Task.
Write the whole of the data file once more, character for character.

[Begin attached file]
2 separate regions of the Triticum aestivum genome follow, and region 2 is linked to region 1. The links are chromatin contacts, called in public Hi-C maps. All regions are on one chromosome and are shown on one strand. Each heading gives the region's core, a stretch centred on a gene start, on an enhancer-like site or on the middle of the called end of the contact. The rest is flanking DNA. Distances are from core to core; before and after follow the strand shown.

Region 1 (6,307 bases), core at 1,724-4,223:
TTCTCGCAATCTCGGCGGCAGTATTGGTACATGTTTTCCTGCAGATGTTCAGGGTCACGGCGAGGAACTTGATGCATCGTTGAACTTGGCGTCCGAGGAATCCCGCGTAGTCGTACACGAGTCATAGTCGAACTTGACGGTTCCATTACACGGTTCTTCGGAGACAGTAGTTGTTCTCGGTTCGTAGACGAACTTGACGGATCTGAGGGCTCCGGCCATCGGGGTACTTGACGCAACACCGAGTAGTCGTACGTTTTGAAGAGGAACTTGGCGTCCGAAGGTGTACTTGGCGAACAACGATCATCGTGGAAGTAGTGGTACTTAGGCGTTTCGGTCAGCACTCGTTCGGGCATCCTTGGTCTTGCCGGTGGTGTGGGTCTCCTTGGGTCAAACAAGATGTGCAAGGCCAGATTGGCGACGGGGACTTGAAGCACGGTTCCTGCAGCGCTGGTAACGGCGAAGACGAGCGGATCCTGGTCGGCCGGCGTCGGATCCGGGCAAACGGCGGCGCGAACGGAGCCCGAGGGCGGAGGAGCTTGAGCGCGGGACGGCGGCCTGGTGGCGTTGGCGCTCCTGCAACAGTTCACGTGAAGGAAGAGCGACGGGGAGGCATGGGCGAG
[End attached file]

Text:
2 separate regions of the Triticum aestivum genome follow, and region 2 is linked to region 1. The links are chromatin contacts, called in public Hi-C maps. All regions are on one chromosome and are shown on one strand. Each heading gives the region's core, a stretch centred on a gene start, on an enhancer-like site or on the middle of the called end of the contact. The rest is flanking DNA. Distances are from core to core; before and after follow the strand shown.

Region 1 (6,307 bases), core at 1,724-4,223:
TTCTCGCAATCTCGGCGGCAGTATTGGTACATGTTTTCCTGCAGATGTTCAGGGTCACGGCGAGGAACTTGATGCATCGTTGAACTTGGCGTCCGAGGAATCCCGCGTAGTCGTACACGAGTCATAGTCGAACTTGACGGTTCCATTACACGGTTCTTCGGAGACAGTAGTTGTTCTCGGTTCGTAGACGAACTTGACGGATCTGAGGGCTCCGGCCATCGGGGTACTTGACGCAACACCGAGTAGTCGTACGTTTTGAAGAGGAACTTGGCGTCCGAAGGTGTACTTGGCGAACAACGATCATCGTGGAAGTAGTGGTACTTAGGCGTTTCGGTCAGCACTCGTTCGGGCATCCTTGGTCTTGCCGGTGGTGTGGGTCTCCTTGGGTCAAACAAGATGTGCAAGGCCAGATTGGCGACGGGGACTTGAAGCACGGTTCCTGCAGCGCTGGTAACGGCGAAGACGAGCGGATCCTGGTCGGCCGGCGTCGGATCCGGGCAAACGGCGGCGCGAACGGAGCCCGAGGGCGGAGGAGCTTGAGCGCGGGACGGCGGCCTGGTGGCGTTGGCGCTCCTGCAACAGTTCACGTGAAGGAAGAGCGACGGGGAGGCATGGGCGAG